Tongue Curling

Mastering the lingo of the Winter Games is an event unto itself
Mastering the lingo of the Winter Games is an event unto itself
February 25, 2002

With 78 nations competing in the Olympics, Salt Lake City is a Babel of languages. And no tongue is stranger--more exotic, more impenetrable--than English. At the Winter Games "toe picks" aren't used by guitar-playing monkeys but are the notches at the front of a figure skater's blade. They're used to perform "toe loops," which sound like a cereal once endorsed by Lou Groza but are in fact figure skating jumps performed by the same people who do hydrants, Lutzes and Salchows. As for "camel spins"--they're what you get in bed after smoking a carton of filterless cigarettes.

"Curling" is what happens to your chest hair when you take a swig of Polygamy Porter, an actual Utah beer whose slogan is, Why have just one? Curling, though, is also an Olympic sport played largely between the "hog lines." Hog lines also form at Olympic media bus stops, for few of the 8,418 journalists here come from queue-forming nations. In these hog lines you'll find curling writers, whose prose frequently reads like this, from a press release from USA Curling:

"USA stole a single in the second end when Sweden's last-rock draw for one was just slightly heavy. The middle ends were the toughest for the Americans. 'After that double for three in the third didn't work, we got a little flat,' said Coach Bud Somerville, Tim's father. But the Americans played the sixth well to force Sweden to draw for one against three U.S. counters. The dramatic seventh was set up by vice skip Mike Schneeberger, who made a raise takeout and rolled the shooter over to guard against another U.S. rock. Then came Lindholm's draw, and eventually the counterpunch."

If Maximilian Berlitz had covered the Olympics, he'd have hanged himself from his headphone cord.

Consider that a "slider" is both a luge athlete and a kind of curling shoe. Thus, curlers often wear sliders, but sliders seldom wear curlers, except occasionally around the house, when watching All My Children. A slider shaking her "bootie" is a luger removing snow from her shoe. A slider who "eighty-ones" his "rodel" is a luger who crashes his racing sled. And a "slider with vinyl" remains, as ever, a White Castle cheeseburger.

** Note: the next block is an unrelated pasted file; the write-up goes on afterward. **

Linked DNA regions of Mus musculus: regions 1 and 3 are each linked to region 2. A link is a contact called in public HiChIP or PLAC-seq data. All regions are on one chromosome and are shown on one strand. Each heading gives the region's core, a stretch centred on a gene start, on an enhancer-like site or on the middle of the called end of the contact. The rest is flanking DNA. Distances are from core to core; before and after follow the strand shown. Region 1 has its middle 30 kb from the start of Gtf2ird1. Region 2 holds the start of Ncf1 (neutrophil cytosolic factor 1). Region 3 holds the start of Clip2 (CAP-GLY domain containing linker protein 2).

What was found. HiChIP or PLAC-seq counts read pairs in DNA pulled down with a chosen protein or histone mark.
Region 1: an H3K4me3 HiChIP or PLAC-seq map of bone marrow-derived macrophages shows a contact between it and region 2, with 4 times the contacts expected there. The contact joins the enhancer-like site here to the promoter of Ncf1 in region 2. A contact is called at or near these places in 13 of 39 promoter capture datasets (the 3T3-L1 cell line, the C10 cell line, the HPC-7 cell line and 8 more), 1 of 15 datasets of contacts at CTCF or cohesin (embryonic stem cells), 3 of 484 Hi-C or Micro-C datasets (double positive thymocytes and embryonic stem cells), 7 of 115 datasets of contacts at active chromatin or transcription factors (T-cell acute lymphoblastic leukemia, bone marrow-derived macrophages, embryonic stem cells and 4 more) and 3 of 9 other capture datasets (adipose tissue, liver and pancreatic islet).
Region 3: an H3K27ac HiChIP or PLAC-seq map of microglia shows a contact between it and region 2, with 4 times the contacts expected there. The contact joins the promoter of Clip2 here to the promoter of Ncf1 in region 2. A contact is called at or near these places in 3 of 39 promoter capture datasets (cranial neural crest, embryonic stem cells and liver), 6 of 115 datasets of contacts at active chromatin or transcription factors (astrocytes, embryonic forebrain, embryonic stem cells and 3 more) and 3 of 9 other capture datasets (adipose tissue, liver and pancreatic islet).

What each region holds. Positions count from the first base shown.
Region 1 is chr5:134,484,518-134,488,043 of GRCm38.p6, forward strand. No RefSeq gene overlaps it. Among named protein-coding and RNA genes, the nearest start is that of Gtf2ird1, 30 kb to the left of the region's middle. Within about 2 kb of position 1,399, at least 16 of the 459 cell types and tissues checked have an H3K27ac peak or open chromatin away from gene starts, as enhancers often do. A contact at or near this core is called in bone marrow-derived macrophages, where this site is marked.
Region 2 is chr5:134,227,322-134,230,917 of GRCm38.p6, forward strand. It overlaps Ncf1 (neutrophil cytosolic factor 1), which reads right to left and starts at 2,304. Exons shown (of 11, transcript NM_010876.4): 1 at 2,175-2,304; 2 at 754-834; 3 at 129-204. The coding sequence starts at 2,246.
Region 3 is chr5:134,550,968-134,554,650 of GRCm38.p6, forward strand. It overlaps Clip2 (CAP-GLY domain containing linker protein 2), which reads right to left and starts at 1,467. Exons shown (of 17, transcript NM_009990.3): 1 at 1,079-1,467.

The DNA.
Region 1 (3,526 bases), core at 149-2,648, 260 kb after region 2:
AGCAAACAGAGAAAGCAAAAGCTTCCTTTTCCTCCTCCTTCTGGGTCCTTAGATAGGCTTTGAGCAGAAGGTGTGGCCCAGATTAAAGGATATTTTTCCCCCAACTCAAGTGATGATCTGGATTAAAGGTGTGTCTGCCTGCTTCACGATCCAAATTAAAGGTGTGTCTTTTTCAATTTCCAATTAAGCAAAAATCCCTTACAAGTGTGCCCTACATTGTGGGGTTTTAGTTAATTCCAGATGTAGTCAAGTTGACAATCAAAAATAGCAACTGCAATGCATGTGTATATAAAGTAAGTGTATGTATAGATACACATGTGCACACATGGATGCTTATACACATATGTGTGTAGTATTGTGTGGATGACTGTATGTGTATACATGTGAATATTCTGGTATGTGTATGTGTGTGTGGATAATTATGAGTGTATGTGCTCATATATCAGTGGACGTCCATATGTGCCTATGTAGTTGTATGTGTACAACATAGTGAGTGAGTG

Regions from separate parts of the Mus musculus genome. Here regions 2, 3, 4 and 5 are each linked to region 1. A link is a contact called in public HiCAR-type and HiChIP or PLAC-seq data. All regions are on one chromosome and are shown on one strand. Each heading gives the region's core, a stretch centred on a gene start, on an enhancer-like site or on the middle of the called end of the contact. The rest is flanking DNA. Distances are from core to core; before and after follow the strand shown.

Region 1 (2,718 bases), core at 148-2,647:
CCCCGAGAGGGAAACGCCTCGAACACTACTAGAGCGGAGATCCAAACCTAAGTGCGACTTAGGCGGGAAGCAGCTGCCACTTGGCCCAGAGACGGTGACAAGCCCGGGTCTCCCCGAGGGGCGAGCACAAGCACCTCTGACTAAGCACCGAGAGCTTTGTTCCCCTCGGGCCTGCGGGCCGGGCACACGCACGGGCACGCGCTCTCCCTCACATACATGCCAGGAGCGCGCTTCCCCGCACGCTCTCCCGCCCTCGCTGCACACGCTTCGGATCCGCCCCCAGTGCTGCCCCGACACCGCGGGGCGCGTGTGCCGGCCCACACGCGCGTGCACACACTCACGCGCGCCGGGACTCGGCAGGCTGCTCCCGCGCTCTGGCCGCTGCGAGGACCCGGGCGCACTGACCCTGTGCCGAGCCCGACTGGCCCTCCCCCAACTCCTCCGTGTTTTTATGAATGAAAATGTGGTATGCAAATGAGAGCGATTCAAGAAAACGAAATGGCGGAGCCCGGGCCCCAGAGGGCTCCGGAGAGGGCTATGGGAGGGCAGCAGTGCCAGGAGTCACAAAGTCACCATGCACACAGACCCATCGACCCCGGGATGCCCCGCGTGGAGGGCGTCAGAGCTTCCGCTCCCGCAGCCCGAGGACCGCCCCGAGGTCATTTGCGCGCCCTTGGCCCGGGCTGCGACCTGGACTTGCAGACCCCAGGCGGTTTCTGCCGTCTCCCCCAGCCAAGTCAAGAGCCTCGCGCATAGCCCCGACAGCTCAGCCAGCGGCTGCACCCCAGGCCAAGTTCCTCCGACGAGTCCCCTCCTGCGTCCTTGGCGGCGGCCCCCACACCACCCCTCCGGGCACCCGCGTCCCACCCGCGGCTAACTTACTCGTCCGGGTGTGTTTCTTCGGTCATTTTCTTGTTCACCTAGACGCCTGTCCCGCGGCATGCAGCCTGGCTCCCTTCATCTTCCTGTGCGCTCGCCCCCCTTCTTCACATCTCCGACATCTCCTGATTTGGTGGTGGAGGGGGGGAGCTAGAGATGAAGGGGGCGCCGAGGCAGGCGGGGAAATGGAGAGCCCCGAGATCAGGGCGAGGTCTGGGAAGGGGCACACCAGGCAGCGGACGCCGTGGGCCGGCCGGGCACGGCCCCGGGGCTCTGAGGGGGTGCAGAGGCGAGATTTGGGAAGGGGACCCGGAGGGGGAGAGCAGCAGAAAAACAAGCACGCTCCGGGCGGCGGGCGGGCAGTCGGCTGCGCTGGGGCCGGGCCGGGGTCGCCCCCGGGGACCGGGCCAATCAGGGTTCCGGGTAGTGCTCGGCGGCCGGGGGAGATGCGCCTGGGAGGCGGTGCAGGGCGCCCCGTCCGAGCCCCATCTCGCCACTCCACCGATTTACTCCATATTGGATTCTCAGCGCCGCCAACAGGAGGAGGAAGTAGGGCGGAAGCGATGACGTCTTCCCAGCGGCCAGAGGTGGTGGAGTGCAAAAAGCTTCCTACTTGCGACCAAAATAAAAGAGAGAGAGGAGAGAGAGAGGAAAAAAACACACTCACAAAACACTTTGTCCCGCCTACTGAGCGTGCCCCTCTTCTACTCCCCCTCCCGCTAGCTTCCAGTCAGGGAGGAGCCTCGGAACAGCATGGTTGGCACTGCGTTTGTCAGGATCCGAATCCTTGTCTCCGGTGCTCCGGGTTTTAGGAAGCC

"Mitt Romney" is how a German orders his eggs. A "biathlete" is not Dennis Rodman. And "driving the skeleton" is what Jerry Buss's chauffeur does. It is all very confusing.

For instance, a hockey team plays on a rink, but a curling team is a rink, and that rink plays on a "sheet." The sheet, to hear curlers describe it, is composed--depending on conditions--of "heavy ice," "straight ice" or "swingy ice." Swingy ice is not an effeminate rapper but a sheet that has a lot of "curl" in it. But what, pray tell, is a "curly sheet"? What a Stooge wears to a Klan rally?

Snowboarding is best watched while wearing a U.N. General Assembly headset. You'll need simultaneous translation of every utterance. For example, a "sick ho ho with backside rotation" does not necessarily describe one of Luther Campbell's backup dancers but may refer to a hand-plant-and-twist maneuver in the halfpipe. (A "halfpipe" is what boarders are forbidden to smoke in the weeks before Olympic competition.) And a "wet cat" is a 900-degree rotation during a "McTwist." (A McTwist is an inverted aerial, and what Ronald McDonald gets his underwear in when you try to order breakfast after 10:30.) Snowboarders, you see, can be wonderfully descriptive--lyrical even. When a boarder loses balance in the air and rotates his arms wildly in an effort to recover, he is said to be "rolling down the windows."

Freestyle skiers gave us the felicitous "yard sale," for the kind of crash that leaves a skier's arms, legs, skis and poles scattered about the slope. Freestyle, however, is also maddening for broadcasters, who have to know, in an instant, a "lay tuck tuck" from a "lay tuck full" from a "lay full tuck" from a "lay lay full" from a "lay full full" from a "half tuck half" from a "half half full" from a "half full half" from a "full tuck full" from a "full full full" from a "full double full tuck" from a "full double full full" from a "double full full full" from a "full double full double full."

How much tuck turns a lay full tuck to a full double full double full? Difficult to say, because my tongue is in a French braid. This much is certain, though: The next time you see some dude "ridin' goofy," do not alert Disneyland security. Just smile and say, "Dude, you are sick." There is, to a boarder, no better compliment.

HOLE YARDS PAR R1 R2 R3 R4
OUT
HOLE YARDS PAR R1 R2 R3 R4
IN
Eagle (-2)
Birdie (-1)
Bogey (+1)
Double Bogey (+2)